Yale announces new trustees, senior fellow
The Yale Corporation, the university’s governing board, has named a new senior fellow and will welcome two new members beginning July 1, President Peter Salovey announced.
Annette Thomas ’93 Ph.D. was elected an alumni fellow, and Lei Zhang ’02 M.B.A., ’02 M.A. was appointed as a successor trustee. Donna L. Dubinsky ’77 B.A., a trustee since 2006, was chosen as the Corporation’s next senior fellow.
Annette Thomas will succeed Francisco G. Cigarroa ’79 B.S., director of pediatric transplantation at the University of Texas Health Science Center-San Antonio, who was elected an alumni fellow in 2010. “We are deeply indebted to Francisco Cigarroa for his six years of devoted service, his invaluable perspective on medicine, and his crucial guidance on the university’s new diversity initiatives,” Salovey said.
A cell biologist who has spent most of her career in scientific publishing, Thomas most recently served as the chief scientific officer of Springer Nature. Previously she was CEO of Macmillan Science and Education, where she was integral to the success of the 2015 merger with Springer Science and Business Media, creating one of the world’s largest and leading academic publishers.
“With her scientific acumen and commitment to innovation, Annette Thomas exemplifies core values of the university,” Salovey noted. “She has represented Yale with distinction throughout her career, and I look forward to her contributions as a member of the board.”
After receiving her undergraduate degree in biochemistry and biophysics from Harvard in 1986, Thomas earned her Ph.D. at Yale in cell biology and neuroscience in 1993. Upon graduation, Thomas joined the journal Nature as an associate editor for cell biology.
Thomas became launch editor of Nature Cell Biology in 1999 and then created the Nature Reviews series, one of the most highly cited scientific review journals. She became managing director of Nature Publishing Group in 2000, overseeing the group’s expansion globally and into digital media. She was then appointed chief executive officer of Nature Publishing Group’s parent company, Macmillan Publishers Ltd., where her responsibilities included global education and consumer book publishing.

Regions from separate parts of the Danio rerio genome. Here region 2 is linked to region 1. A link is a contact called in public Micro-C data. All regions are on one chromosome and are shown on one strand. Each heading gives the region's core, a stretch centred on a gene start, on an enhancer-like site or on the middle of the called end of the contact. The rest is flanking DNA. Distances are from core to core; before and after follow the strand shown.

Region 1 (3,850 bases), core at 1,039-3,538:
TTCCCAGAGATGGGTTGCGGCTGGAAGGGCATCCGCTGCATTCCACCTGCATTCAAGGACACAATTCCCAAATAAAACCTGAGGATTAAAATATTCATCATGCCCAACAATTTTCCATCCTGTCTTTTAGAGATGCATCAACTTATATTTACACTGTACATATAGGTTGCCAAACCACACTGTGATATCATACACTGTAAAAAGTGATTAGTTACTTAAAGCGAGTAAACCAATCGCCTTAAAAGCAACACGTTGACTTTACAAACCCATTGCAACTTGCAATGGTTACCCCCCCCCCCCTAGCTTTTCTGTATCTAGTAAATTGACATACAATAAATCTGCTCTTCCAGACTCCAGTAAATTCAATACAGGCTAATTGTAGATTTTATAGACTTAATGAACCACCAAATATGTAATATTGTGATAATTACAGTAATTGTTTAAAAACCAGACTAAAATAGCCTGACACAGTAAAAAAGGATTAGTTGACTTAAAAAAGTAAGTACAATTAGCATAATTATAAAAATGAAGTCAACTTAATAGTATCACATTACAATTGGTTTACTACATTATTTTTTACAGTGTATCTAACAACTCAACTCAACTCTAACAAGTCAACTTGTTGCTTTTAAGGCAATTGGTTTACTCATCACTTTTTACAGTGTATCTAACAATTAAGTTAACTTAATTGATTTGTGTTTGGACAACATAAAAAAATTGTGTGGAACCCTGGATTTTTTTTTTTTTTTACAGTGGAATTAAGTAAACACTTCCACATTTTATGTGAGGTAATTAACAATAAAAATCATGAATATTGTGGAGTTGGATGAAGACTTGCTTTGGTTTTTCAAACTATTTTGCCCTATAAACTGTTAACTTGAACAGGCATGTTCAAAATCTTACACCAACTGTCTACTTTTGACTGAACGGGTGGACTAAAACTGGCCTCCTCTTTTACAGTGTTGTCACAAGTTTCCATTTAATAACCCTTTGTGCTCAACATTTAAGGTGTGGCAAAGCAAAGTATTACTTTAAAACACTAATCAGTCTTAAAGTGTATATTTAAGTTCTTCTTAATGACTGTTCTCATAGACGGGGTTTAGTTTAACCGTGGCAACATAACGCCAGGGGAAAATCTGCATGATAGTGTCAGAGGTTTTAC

In 2012 Thomas became chief executive officer of Macmillan Science and Education. She introduced new technology and business models and launched Digital Science, a technology start-up incubator. Digital Science is now home to nearly a dozen new companies transforming how researchers work and communicate.
Thomas was recognized with the Kim Scott Walwyn Prize for exceptional women in publishing and is a recipient of the Wilbur Lucius Cross Medal, which is awarded to outstanding alumni of Yale’s Graduate School of Arts and Sciences for distinguished achievements in scholarship, teaching, academic administration, and public service. She has served as a member of the Board of Scientific Counselors for the National Center for Biotechnology Information, an affiliate of the National Institutes of Health. She has served on the board of, and been an adviser to, Creative Commons, a non-profit service that draws on data to advance development, growth, and productivity. She is currently a governor of the Stephen Perse Foundation.
Lei Zhang, the Corporation’s newest successor trustee, is the founder, chair, and CEO of Hillhouse Capital Management Group. Founded by Zhang in 2005, Hillhouse Capital focuses on long-term fundamental equity investing. The firm invests in the consumer; technology, media, and telecommunications; financial services; and health care sectors.
Before attending Yale, where he earned an M.B.A and an M.A. in international relations in 2002, Zhang received his B.A. in economics in 1994 from Renmin University of China, where he is vice chairman and trustee of the board.